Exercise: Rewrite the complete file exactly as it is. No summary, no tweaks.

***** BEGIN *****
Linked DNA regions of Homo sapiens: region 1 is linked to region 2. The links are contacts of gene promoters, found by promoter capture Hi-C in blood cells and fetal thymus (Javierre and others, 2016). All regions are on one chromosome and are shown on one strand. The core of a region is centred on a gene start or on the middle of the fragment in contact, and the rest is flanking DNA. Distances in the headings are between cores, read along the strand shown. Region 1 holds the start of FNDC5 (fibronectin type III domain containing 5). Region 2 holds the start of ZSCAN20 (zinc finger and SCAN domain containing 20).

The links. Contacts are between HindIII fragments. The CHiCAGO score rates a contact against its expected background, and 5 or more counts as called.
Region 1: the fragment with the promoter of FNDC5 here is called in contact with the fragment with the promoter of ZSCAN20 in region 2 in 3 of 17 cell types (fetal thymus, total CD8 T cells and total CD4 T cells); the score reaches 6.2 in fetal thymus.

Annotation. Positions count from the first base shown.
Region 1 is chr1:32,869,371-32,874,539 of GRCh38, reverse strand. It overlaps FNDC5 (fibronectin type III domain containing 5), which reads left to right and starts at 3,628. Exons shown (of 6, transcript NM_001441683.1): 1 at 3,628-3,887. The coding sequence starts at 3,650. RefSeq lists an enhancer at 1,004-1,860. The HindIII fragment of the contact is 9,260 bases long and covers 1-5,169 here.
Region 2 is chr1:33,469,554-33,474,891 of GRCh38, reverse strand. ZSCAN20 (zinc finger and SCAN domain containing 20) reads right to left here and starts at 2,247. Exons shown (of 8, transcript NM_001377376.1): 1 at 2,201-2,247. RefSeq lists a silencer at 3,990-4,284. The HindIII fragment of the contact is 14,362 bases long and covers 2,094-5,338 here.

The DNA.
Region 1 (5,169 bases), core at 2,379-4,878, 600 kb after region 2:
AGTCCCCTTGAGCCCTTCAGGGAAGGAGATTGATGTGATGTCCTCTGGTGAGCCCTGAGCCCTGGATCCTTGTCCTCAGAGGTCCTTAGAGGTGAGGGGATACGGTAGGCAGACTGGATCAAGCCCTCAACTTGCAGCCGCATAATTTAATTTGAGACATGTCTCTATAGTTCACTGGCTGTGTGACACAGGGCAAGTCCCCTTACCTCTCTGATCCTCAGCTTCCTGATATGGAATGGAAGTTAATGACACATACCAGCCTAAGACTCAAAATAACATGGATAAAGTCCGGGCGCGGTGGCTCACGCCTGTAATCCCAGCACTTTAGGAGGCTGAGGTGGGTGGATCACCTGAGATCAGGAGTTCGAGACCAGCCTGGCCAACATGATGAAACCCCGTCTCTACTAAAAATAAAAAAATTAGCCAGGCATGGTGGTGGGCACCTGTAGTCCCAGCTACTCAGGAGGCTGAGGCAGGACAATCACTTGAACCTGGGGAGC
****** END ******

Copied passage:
Linked DNA regions of Homo sapiens: region 1 is linked to region 2. The links are contacts of gene promoters, found by promoter capture Hi-C in blood cells and fetal thymus (Javierre and others, 2016). All regions are on one chromosome and are shown on one strand. The core of a region is centred on a gene start or on the middle of the fragment in contact, and the rest is flanking DNA. Distances in the headings are between cores, read along the strand shown. Region 1 holds the start of FNDC5 (fibronectin type III domain containing 5). Region 2 holds the start of ZSCAN20 (zinc finger and SCAN domain containing 20).

The links. Contacts are between HindIII fragments. The CHiCAGO score rates a contact against its expected background, and 5 or more counts as called.
Region 1: the fragment with the promoter of FNDC5 here is called in contact with the fragment with the promoter of ZSCAN20 in region 2 in 3 of 17 cell types (fetal thymus, total CD8 T cells and total CD4 T cells); the score reaches 6.2 in fetal thymus.

Annotation. Positions count from the first base shown.
Region 1 is chr1:32,869,371-32,874,539 of GRCh38, reverse strand. It overlaps FNDC5 (fibronectin type III domain containing 5), which reads left to right and starts at 3,628. Exons shown (of 6, transcript NM_001441683.1): 1 at 3,628-3,887. The coding sequence starts at 3,650. RefSeq lists an enhancer at 1,004-1,860. The HindIII fragment of the contact is 9,260 bases long and covers 1-5,169 here.
Region 2 is chr1:33,469,554-33,474,891 of GRCh38, reverse strand. ZSCAN20 (zinc finger and SCAN domain containing 20) reads right to left here and starts at 2,247. Exons shown (of 8, transcript NM_001377376.1): 1 at 2,201-2,247. RefSeq lists a silencer at 3,990-4,284. The HindIII fragment of the contact is 14,362 bases long and covers 2,094-5,338 here.

The DNA.
Region 1 (5,169 bases), core at 2,379-4,878, 600 kb after region 2:
AGTCCCCTTGAGCCCTTCAGGGAAGGAGATTGATGTGATGTCCTCTGGTGAGCCCTGAGCCCTGGATCCTTGTCCTCAGAGGTCCTTAGAGGTGAGGGGATACGGTAGGCAGACTGGATCAAGCCCTCAACTTGCAGCCGCATAATTTAATTTGAGACATGTCTCTATAGTTCACTGGCTGTGTGACACAGGGCAAGTCCCCTTACCTCTCTGATCCTCAGCTTCCTGATATGGAATGGAAGTTAATGACACATACCAGCCTAAGACTCAAAATAACATGGATAAAGTCCGGGCGCGGTGGCTCACGCCTGTAATCCCAGCACTTTAGGAGGCTGAGGTGGGTGGATCACCTGAGATCAGGAGTTCGAGACCAGCCTGGCCAACATGATGAAACCCCGTCTCTACTAAAAATAAAAAAATTAGCCAGGCATGGTGGTGGGCACCTGTAGTCCCAGCTACTCAGGAGGCTGAGGCAGGACAATCACTTGAACCTGGGGAGC